He also became somewhat embroiled in the politics of his day, befriending and supporting Peruvian President Guillermo Billinghurst, according to Jose Antonio Mazzotti in his paper, “Revista de Critica Literaria LatinoAmericana Ano XL, No 80 Lima-Boston).(4) He further testifies that Billinghurst proposed an 8 hour work day, a balanced budget, and fair treatment for all people. While he may have won the hearts of his constituents, the congress which he had determined to ignore, had him imprisoned and replaced.(5)(6)

A Condor Flies to Freedom (Walter Coraza Morveli)
A Condor Flies to Freedom (Walter Coraza Morveli)

There are echoes of this conflict in the play El Condor Pasa written by Daniel Robles and Julio Baudouin, with its theme of revolution and freedom. The story’s main character is Frank, a Yapac miner. He feels there should be more to life than just working in the mines. His fellow workers tell him he should be grateful that he has a job. Not satisfied with their answer, he bemoans his life, including his mestizo appearance.

Verbally abused by the owners of the mine, the mine workers must return to work rather than enjoy the celebration of their friends were are getting married. Frank finds this upsetting and stands up to Mr. McKing, one of the owners. Mr. McKing is angry until Franks’ mother comes along and explains that Frank is actually his son. They leave together at the end of the first act.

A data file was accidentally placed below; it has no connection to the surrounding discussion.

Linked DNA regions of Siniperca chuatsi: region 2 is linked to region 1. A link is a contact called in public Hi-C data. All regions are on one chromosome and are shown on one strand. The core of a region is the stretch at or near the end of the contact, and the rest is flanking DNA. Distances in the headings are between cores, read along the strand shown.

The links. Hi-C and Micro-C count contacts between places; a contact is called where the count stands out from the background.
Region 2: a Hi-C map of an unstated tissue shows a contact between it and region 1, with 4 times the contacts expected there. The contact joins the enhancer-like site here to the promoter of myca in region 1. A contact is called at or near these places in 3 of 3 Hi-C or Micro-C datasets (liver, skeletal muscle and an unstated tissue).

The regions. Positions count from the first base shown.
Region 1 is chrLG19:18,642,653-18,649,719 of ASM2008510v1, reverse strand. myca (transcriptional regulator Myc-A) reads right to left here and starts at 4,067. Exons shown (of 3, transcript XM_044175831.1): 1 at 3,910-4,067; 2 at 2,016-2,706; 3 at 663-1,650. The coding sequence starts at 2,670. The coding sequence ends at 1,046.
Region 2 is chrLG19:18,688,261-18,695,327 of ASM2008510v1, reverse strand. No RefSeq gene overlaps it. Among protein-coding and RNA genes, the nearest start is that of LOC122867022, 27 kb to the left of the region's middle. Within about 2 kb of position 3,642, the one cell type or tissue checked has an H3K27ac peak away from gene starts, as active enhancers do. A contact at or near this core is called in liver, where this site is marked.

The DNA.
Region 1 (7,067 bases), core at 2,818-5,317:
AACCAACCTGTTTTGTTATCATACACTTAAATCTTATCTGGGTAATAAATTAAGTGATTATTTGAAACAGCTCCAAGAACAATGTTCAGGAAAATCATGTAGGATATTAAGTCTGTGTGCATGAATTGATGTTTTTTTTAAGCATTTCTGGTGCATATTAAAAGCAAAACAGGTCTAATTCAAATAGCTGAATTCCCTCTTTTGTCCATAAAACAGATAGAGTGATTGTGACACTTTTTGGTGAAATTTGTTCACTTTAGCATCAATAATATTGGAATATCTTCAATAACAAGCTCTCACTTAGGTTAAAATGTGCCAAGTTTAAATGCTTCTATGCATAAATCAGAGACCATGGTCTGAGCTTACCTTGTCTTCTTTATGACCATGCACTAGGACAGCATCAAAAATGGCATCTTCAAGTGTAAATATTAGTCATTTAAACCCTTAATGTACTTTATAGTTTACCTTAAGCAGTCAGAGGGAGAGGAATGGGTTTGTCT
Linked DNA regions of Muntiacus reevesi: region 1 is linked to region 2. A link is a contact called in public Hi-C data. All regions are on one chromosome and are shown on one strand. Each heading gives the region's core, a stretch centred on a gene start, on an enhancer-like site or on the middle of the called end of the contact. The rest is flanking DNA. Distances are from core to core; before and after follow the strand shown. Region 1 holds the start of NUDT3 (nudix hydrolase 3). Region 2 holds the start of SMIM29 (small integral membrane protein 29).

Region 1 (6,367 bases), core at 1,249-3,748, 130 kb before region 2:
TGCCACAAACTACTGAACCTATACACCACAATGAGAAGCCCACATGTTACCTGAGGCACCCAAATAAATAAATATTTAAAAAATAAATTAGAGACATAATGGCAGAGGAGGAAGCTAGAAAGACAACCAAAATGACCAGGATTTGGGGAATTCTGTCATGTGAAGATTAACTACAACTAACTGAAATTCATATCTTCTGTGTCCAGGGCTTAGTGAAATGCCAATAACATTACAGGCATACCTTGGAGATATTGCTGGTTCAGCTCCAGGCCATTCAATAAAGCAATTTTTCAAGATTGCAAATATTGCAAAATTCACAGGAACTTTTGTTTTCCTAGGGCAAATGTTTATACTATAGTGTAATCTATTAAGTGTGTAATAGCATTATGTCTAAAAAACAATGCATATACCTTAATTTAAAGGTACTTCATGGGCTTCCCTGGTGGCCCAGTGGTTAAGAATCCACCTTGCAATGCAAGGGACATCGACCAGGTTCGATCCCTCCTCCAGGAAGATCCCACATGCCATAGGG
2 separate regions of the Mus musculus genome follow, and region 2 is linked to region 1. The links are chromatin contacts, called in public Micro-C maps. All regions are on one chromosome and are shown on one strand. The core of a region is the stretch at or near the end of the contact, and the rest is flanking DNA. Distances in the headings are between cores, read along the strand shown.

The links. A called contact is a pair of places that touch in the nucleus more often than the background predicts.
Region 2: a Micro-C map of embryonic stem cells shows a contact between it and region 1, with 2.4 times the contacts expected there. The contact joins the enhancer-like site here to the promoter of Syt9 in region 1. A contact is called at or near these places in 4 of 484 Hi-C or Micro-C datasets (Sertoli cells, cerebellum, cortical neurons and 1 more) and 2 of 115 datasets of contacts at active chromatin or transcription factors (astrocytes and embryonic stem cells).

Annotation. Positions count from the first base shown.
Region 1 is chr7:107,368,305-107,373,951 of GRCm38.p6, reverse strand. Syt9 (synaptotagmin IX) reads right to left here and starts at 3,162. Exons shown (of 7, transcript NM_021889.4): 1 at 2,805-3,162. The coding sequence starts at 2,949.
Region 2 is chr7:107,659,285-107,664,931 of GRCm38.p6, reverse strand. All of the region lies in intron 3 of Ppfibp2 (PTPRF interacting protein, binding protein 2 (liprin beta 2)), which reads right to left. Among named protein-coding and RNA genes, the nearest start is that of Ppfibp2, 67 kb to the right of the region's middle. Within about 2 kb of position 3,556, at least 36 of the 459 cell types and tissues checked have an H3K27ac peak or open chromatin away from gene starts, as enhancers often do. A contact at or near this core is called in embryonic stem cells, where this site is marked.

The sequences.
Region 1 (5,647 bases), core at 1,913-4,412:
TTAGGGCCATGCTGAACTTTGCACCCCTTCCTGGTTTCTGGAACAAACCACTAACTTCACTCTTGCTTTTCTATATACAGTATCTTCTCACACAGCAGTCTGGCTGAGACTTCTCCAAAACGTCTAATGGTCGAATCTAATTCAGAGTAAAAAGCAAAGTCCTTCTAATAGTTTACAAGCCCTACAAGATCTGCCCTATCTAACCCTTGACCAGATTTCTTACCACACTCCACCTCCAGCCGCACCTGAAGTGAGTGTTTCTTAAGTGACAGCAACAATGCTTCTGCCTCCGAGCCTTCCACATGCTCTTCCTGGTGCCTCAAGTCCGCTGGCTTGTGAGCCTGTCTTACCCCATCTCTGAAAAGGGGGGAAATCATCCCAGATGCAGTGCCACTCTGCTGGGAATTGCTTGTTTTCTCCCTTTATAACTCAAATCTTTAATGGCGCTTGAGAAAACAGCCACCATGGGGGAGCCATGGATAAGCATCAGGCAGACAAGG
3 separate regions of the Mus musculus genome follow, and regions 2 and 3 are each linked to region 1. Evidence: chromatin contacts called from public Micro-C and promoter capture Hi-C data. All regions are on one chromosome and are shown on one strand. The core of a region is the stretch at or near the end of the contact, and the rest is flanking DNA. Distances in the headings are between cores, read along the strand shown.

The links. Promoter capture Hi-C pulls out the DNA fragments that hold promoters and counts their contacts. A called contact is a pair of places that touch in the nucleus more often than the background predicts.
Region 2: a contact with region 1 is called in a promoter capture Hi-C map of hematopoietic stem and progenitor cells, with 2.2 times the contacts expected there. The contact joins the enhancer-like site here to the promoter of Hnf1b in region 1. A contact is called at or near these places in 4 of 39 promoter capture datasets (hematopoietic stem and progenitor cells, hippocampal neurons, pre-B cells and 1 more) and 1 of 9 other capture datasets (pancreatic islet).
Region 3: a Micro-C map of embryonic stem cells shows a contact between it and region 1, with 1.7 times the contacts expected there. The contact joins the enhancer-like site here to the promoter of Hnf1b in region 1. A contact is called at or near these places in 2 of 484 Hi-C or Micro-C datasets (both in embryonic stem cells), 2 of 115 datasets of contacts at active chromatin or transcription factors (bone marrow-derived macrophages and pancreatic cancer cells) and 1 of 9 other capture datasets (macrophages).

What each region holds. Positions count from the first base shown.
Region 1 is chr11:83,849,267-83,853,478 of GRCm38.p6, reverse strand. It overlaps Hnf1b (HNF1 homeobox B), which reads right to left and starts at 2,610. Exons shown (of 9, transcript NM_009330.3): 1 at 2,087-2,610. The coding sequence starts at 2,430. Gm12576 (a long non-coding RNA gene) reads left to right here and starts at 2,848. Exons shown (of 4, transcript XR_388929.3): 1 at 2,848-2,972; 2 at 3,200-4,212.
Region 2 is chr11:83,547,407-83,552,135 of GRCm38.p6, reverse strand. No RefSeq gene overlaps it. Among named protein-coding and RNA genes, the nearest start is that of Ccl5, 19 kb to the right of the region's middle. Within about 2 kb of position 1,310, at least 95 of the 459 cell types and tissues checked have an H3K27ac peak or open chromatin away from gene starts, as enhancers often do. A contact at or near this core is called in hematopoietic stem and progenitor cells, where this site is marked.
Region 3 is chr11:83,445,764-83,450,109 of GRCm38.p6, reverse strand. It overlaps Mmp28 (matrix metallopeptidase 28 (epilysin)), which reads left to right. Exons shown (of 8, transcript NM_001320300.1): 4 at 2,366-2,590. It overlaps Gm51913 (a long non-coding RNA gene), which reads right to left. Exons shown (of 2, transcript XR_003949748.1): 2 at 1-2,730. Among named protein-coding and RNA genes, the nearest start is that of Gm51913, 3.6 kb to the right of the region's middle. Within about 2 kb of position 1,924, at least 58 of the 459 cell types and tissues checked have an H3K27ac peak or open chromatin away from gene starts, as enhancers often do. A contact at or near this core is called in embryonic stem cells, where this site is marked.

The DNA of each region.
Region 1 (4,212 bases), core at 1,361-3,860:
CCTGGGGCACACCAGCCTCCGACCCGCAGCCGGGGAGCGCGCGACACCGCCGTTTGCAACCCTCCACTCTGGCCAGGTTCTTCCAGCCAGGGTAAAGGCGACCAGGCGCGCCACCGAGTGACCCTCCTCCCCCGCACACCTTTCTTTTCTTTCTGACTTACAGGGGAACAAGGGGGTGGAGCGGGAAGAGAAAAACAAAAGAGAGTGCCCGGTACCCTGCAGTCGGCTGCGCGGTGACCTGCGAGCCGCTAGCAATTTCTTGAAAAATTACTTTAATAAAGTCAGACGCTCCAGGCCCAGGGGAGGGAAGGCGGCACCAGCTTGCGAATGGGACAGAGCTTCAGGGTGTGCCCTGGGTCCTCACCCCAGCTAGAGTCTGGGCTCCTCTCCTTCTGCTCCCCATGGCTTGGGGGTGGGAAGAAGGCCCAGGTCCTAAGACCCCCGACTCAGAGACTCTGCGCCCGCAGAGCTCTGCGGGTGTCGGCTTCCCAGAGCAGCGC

During the second act, the man that Frank believes to be his father, Higinio, follows Mr. McKing after a drunken argument. When they get to a gorge, Higinio pushes a boulder onto Mr. McKing, killing him. The other owner of the mine, Mr. Cup, shows up with a gun in hand seeking the murderer of his partner. Frank ends up killing him. The miners are distraught at the turn of events, but they are encouraged by the appearance of a condor, signaling freedom. The strains of El Condor Pasa now play and the musical ends.

See full version, reenacted for the 100th anniversary here: (The embedded video is for the first part. The other three are here, here, and here.

The theme is carried around the world as the music of Daniel Alomia Robles and the lyrics of Paul Simon join in the anthem of freedom. The director of the Institute of Ethnomusicology of the Pontifical Catholic University of Peru (PUCP), Renato Romero. “‘El Condor Pasa’ became independent of the dramatic sketch in the form of a song and acquired a worldwide popularity and today is like a banner of Peru abroad,” (reported in El comercio)(7)

The song has traveled everywhere and now means many things to many people. A commenter named Ralph, divulged on that the song was used in Russia as a form of passive resistance. He says the lyrics that Paul Simon wrote gave the people hope. He says the lines “I’d rather be a sparrow than a snail” signified freedom. “A sparrow is free and swift – able to come and go as it pleases, a snail; slow and stupid”







(6) The outlook A Weekly Newspaper vol. 151